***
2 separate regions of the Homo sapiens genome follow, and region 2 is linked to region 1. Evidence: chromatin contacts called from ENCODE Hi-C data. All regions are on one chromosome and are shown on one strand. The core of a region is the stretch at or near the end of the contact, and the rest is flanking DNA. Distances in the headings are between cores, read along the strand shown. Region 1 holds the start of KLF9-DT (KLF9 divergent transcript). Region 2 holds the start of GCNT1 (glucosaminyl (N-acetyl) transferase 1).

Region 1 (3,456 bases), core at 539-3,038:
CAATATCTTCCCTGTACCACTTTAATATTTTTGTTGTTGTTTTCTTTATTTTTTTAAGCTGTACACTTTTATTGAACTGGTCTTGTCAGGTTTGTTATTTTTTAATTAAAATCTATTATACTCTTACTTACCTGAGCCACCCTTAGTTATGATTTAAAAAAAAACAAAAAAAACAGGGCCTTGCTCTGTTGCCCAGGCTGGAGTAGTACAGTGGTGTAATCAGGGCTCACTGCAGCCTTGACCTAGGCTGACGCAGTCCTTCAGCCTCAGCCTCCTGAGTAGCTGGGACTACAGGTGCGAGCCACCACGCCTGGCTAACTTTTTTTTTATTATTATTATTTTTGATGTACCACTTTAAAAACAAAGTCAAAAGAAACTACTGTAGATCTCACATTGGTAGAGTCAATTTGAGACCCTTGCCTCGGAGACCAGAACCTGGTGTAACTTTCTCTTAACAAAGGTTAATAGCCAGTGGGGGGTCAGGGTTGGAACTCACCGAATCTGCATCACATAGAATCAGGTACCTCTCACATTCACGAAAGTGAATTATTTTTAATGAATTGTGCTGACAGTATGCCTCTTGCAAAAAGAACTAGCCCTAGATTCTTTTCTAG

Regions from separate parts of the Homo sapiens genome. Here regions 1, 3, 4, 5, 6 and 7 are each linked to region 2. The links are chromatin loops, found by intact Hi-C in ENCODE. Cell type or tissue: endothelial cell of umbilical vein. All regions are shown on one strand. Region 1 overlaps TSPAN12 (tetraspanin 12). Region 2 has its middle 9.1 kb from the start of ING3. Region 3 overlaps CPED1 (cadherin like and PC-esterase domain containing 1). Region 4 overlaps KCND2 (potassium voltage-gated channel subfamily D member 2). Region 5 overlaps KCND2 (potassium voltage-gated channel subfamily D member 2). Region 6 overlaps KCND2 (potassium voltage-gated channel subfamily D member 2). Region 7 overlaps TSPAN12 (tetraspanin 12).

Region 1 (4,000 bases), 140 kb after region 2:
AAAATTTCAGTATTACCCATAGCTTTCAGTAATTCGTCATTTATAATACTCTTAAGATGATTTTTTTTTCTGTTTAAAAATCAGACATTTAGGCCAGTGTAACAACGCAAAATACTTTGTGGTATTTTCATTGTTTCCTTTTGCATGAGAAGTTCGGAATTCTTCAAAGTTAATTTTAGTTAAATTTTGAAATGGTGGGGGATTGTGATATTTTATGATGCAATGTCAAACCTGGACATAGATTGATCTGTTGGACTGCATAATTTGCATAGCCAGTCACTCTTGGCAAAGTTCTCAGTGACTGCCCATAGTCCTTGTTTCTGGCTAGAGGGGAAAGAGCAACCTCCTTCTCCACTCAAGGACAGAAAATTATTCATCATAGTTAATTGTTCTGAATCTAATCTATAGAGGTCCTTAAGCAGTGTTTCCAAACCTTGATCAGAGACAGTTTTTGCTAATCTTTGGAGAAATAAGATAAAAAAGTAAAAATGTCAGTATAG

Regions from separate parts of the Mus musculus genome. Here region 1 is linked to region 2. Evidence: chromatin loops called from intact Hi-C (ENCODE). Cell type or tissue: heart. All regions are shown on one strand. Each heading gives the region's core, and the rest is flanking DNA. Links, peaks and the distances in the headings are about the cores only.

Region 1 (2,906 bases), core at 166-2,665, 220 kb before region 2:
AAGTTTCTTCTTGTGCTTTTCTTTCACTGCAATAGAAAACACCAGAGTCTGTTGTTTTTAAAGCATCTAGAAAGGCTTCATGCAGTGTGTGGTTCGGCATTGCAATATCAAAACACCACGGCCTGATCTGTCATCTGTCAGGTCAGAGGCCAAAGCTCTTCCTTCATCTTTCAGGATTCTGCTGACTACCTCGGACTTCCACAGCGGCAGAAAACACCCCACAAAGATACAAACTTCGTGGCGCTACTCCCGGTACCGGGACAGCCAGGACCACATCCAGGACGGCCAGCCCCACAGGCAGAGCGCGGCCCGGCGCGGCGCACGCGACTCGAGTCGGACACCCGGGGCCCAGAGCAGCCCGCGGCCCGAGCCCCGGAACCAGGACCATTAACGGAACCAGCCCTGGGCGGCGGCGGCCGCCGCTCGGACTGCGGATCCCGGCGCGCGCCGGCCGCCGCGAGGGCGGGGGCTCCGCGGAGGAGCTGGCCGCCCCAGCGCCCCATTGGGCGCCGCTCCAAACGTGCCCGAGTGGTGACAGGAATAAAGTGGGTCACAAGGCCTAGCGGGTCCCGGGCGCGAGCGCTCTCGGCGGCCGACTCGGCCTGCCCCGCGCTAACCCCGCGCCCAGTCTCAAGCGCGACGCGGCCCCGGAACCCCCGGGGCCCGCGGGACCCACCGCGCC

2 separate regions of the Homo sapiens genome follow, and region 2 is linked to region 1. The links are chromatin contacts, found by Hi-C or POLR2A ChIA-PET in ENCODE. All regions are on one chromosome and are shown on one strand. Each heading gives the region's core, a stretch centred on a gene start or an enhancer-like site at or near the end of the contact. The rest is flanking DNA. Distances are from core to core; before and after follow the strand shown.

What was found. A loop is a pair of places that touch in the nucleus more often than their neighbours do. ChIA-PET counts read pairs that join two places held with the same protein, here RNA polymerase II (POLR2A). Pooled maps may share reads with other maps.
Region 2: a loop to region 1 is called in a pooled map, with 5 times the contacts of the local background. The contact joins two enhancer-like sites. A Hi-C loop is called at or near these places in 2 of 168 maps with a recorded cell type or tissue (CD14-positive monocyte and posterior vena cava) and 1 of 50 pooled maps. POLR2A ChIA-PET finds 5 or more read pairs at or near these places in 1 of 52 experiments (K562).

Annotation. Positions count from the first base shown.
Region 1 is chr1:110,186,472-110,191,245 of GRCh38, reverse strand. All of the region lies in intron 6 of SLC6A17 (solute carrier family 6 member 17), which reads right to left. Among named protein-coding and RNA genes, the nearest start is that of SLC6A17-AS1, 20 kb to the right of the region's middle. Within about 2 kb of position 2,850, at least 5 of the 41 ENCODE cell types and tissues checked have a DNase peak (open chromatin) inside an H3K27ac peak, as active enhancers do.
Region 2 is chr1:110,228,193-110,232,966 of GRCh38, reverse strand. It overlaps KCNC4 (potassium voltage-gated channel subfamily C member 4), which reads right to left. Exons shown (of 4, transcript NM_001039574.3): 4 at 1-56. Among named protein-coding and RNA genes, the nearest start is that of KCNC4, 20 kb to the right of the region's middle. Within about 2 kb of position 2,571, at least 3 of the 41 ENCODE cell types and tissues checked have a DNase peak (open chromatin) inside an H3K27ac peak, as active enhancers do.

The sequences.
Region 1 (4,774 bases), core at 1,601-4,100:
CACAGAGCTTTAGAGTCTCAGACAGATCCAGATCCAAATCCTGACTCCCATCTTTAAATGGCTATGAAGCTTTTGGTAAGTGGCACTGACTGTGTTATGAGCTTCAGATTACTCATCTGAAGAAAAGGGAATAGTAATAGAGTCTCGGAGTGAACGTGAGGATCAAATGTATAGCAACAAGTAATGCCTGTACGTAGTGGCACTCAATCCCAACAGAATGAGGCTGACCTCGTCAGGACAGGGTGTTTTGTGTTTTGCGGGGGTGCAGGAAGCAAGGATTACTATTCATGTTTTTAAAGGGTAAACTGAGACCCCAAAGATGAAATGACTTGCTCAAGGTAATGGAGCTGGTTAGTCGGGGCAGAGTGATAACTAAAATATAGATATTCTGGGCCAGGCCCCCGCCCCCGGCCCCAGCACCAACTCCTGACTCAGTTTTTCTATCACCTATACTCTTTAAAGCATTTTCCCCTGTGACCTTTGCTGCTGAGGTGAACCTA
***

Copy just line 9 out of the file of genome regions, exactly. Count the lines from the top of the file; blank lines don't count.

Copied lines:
AAGTTTCTTCTTGTGCTTTTCTTTCACTGCAATAGAAAACACCAGAGTCTGTTGTTTTTAAAGCATCTAGAAAGGCTTCATGCAGTGTGTGGTTCGGCATTGCAATATCAAAACACCACGGCCTGATCTGTCATCTGTCAGGTCAGAGGCCAAAGCTCTTCCTTCATCTTTCAGGATTCTGCTGACTACCTCGGACTTCCACAGCGGCAGAAAACACCCCACAAAGATACAAACTTCGTGGCGCTACTCCCGGTACCGGGACAGCCAGGACCACATCCAGGACGGCCAGCCCCACAGGCAGAGCGCGGCCCGGCGCGGCGCACGCGACTCGAGTCGGACACCCGGGGCCCAGAGCAGCCCGCGGCCCGAGCCCCGGAACCAGGACCATTAACGGAACCAGCCCTGGGCGGCGGCGGCCGCCGCTCGGACTGCGGATCCCGGCGCGCGCCGGCCGCCGCGAGGGCGGGGGCTCCGCGGAGGAGCTGGCCGCCCCAGCGCCCCATTGGGCGCCGCTCCAAACGTGCCCGAGTGGTGACAGGAATAAAGTGGGTCACAAGGCCTAGCGGGTCCCGGGCGCGAGCGCTCTCGGCGGCCGACTCGGCCTGCCCCGCGCTAACCCCGCGCCCAGTCTCAAGCGCGACGCGGCCCCGGAACCCCCGGGGCCCGCGGGACCCACCGCGCC